Part II: The proposed boundaries - The Regions


  1. Under the Constitution Act 1975 (s. 27), Victoria is divided into eight regions for the Legislative Council. Each region must comprise 11 contiguous Legislative Assembly electoral districts. In 2005, the EBC conducted a redivision of Legislative Council electoral boundaries, creating five regions covering metropolitan Melbourne, and three covering regional Victoria. The regions are named according to compass directions and to whether they are predominantly metropolitan or regional.
  2. It is noteworthy that all submissions accepted this framework for the Upper House boundaries and the regions covering much the same areas as at present. The EBC considered that the current regions fit the broad communities across Victoria, and proposed a minimal change approach for the redivision.
  3. In the Northern Victoria region, the abolition of the Rodney and Benalla districts was balanced by the creation of Eildon and Sunbury. The EBC proposed to include Yan Yean district in Northern Victoria instead of Sunbury, because Yan Yean is more rural than the proposed Sunbury district and so better fitted the predominant nature of the Northern Victoria region.
  4. The EBC proposed that the Western Victoria region include the same 11 districts as at present (with Ballarat and Buninyong replacing Ballarat West and Ballarat East). With Lara district losing part of Werribee, the proposed region was more regional in nature than currently.
  5. The Eastern Victoria region also contained the same 11 districts as at present. The north-western corner of the region appeared to protrude to the north. This was the result of the Eildon district (in Northern Victoria region) taking in more of the Upper Yarra Valley than under the current boundaries. Inclusion of the Eildon district in Eastern Victoria was not adopted, because it would change the nature of a region based on Gippsland and the country to the east of Melbourne.
  6. The EBC proposed an exchange of two districts for South-Eastern Metropolitan region. Under the proposed boundaries, Mount Waverley district was transferred to Eastern Metropolitan region, and Scoresby district was switched from that region to South-Eastern Metropolitan. Retention of the current districts would have created an awkwardly shaped region, while the proposed swap better fitted the names of both regions.
  7. In the Eastern Metropolitan region, the new Croydon and Ringwood districts replaced the abolished Kilsyth and Mitcham. The abolition of Doncaster district meant that another district had to be added to the region. The EBC proposed to take Ivanhoe district from the Northern Metropolitan region. This went against the EBC’s general approach of using the Yarra River as a boundary, but was unavoidable. In the 2005 redivision, the EBC weighed up whether Eltham or Ivanhoe should be included in Eastern Metropolitan, and narrowly decided for Eltham. Both districts are socially similar to districts on the other side of the river, and both could now be included in Eastern Metropolitan region.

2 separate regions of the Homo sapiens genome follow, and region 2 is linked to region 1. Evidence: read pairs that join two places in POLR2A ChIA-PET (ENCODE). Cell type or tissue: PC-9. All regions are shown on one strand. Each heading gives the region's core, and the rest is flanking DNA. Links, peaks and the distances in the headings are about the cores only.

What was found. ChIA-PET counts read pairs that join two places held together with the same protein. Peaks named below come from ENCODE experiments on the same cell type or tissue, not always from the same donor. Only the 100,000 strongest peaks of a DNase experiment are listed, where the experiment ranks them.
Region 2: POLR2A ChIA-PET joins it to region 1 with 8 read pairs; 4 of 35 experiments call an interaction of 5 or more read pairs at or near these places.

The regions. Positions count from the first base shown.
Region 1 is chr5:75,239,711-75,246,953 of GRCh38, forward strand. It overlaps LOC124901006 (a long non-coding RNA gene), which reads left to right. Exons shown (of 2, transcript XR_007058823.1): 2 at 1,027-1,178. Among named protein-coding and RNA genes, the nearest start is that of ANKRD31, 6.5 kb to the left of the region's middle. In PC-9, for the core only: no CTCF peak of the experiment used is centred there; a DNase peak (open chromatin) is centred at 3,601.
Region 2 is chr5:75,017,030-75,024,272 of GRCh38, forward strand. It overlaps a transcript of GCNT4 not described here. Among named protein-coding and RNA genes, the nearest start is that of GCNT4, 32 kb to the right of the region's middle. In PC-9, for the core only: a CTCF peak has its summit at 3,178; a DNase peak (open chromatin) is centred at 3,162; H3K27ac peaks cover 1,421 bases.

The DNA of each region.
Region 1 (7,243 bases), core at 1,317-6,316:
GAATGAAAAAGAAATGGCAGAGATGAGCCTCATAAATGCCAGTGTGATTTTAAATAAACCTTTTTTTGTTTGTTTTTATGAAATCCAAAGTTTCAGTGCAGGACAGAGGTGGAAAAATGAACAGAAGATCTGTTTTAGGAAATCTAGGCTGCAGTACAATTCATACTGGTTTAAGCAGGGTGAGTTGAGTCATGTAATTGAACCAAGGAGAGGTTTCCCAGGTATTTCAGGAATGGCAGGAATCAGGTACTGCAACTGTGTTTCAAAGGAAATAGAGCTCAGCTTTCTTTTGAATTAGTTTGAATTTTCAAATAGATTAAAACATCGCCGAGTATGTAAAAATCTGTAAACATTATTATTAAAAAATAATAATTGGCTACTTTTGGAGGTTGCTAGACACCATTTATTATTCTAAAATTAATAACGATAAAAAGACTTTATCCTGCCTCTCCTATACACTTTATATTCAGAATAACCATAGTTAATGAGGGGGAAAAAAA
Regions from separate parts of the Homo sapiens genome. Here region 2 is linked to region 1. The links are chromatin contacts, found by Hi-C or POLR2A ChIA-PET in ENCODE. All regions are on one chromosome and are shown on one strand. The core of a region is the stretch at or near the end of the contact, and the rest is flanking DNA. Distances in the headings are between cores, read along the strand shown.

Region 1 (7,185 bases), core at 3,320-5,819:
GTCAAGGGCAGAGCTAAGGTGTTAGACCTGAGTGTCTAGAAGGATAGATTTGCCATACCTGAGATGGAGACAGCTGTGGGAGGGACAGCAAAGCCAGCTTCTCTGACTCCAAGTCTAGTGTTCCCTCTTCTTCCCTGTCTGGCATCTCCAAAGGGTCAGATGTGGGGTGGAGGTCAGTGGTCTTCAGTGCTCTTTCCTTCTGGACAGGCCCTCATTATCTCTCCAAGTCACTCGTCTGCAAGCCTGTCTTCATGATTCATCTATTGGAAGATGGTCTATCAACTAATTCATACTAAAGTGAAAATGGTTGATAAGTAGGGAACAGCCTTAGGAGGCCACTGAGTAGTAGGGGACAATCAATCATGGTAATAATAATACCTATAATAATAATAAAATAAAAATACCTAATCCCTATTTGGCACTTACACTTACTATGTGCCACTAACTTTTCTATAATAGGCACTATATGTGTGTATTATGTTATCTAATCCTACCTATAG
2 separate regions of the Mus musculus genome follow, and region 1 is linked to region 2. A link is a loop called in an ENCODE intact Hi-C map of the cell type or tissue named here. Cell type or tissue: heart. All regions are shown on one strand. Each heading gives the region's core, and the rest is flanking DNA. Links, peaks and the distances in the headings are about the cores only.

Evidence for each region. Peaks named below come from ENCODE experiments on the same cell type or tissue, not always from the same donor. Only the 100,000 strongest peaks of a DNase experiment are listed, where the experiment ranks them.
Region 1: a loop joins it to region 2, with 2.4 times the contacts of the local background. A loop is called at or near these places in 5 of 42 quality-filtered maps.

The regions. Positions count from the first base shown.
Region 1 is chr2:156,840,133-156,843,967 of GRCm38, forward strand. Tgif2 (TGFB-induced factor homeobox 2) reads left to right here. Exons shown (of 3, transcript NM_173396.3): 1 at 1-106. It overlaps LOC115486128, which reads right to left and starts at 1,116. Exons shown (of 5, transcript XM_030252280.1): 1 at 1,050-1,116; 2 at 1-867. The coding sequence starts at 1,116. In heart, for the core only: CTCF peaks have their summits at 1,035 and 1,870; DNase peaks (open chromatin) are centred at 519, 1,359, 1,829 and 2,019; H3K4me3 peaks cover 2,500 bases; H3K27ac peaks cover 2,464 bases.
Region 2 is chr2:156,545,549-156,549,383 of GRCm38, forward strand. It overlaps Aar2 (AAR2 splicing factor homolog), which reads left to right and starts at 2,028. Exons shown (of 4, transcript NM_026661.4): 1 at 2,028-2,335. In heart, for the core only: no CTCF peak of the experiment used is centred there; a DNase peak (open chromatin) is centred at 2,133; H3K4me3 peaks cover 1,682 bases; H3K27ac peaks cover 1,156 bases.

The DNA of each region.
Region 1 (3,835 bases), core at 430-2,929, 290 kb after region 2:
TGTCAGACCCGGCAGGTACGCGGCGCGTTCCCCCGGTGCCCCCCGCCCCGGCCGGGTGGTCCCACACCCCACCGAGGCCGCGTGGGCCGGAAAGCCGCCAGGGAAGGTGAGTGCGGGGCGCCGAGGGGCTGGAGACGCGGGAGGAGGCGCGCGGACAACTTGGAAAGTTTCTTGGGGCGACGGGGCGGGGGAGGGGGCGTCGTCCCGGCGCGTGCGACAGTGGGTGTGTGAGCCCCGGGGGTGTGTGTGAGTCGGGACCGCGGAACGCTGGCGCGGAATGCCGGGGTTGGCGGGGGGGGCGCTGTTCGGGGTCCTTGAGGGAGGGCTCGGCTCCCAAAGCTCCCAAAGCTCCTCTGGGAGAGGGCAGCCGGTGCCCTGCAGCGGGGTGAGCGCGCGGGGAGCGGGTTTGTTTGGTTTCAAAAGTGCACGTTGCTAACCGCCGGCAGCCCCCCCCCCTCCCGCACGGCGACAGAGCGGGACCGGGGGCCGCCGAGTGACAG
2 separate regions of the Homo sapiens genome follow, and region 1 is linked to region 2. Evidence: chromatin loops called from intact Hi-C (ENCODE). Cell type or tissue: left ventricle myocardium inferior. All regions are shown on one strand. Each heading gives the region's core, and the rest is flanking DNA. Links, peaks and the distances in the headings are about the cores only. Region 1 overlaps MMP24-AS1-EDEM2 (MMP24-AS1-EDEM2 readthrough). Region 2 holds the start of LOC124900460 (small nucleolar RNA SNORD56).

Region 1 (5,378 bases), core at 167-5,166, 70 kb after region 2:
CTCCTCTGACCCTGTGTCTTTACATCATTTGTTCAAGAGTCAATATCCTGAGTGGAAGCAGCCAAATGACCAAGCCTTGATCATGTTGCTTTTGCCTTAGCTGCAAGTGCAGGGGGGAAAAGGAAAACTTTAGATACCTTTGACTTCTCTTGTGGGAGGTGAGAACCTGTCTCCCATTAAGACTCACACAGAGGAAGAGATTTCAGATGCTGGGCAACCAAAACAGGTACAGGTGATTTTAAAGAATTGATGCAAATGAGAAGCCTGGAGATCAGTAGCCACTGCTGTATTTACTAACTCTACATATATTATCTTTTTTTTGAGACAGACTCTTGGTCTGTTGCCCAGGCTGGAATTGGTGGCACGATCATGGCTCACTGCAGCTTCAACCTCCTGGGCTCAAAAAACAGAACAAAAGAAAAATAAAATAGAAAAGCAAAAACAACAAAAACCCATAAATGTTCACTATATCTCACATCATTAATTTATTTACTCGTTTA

8. The EBC proposed that Southern Metropolitan region be composed of the same districts as at present. The EBC considered whether Kew district, which has strong connections to the east, should be allocated to Eastern Metropolitan, but concluded that Kew has at least equally strong links with Hawthorn district to its south, and should remain in Southern Metropolitan.
  9. Northern Metropolitan region, having lost Yan Yean to Northern Victoria and Ivanhoe to Eastern Metropolitan, needed to pick up two more districts. The EBC proposed that Northern Metropolitan take Pascoe Vale and Yuroke districts from Western Metropolitan. These districts were now solidly centred on the Hume Highway, and fitted better in a northern suburban region.
  10. In the Western Metropolitan region, the new St Albans and Sydenham districts replaced Derrimut and Keilor. The district lost two districts to Northern Metropolitan, but gained the new Sunbury and Werribee districts.
  11. The proposed configuration of the regions reflected communities of interest marginally better than the current boundaries. Enrolments for the proposed regions were all within 10 per cent of the average, and were projected to remain so. Under the proposed boundaries, 391,025 electors – 10.71 per cent of the total – were transferred to different regions.

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